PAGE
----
“It is in neither of our countries’ interests to embark on an open-ended competition in strategic nuclear forces,” Sullivan acknowledged.

Russian President Vladimir Putin has continued to dismiss the prospect of arms control talks, specifically on tactical nuclear weapons, most recently in a June 16 address to an international economic forum in St. Petersburg.

Russian Deputy Foreign Minister Sergei Ryabkov has emphasized that Moscow’s position against participating in such talks until the United States withdraws from Ukraine remains the same.

But other comments from Russian officials suggest that Moscow may not have shut down all potential dialogue on arms control.

On June 5, Dmitry Peskov, the Kremlin’s spokesperson, described Sullivan’s remarks as “important and positive,” noting that “we are expecting it to be supported with steps that will be made de facto through diplomatic channels.”

Meanwhile, Ryabkov said on June 8 that when the Biden administration sends an official diplomatic proposal based on Sullivan’s remarks to Moscow, “we will consider it.”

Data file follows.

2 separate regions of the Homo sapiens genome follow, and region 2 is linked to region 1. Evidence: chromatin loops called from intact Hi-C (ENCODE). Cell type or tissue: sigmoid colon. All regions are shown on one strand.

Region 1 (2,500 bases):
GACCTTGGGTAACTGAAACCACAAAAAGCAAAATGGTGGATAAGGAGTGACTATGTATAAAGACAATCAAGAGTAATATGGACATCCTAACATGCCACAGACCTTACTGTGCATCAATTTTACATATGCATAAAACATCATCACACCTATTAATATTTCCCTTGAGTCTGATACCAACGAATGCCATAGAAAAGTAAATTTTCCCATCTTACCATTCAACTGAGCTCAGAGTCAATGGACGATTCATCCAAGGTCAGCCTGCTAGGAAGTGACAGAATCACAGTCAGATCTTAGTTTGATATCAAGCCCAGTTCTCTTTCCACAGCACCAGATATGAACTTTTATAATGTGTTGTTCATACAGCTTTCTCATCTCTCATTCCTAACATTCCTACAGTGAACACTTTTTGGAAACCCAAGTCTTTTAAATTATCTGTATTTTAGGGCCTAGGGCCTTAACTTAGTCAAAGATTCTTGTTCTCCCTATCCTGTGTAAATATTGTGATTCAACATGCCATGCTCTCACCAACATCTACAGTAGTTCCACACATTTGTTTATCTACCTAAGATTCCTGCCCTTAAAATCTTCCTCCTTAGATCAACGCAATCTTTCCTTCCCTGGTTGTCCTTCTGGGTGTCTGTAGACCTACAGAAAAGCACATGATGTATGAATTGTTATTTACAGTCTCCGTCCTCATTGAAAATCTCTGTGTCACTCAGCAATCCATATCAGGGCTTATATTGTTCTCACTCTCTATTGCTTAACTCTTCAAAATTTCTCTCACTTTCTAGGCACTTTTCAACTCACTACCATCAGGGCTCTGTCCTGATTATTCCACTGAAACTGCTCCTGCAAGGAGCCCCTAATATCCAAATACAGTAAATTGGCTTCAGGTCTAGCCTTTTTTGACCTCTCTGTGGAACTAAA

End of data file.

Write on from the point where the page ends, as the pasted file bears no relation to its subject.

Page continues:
U.S. President Joe Biden commented on June 17 that he continues to worry about the possibility of Putin employing tactical nuclear weapons. “It’s real,” he told reporters.

In his June 2 remarks, Sullivan outlined the three components making up the Biden administration’s nuclear arms control and risk reduction strategy. The first piece includes engaging in bilateral arms control discussions with Russia and with China without preconditions.

Sullivan reiterated that the United States continues to observe the central limits on its strategic nuclear arsenal under New START, as well as to notify Russia ahead of ballistic missile launches and major nuclear exercises under ongoing separate agreements. (See ACT, June 2023.)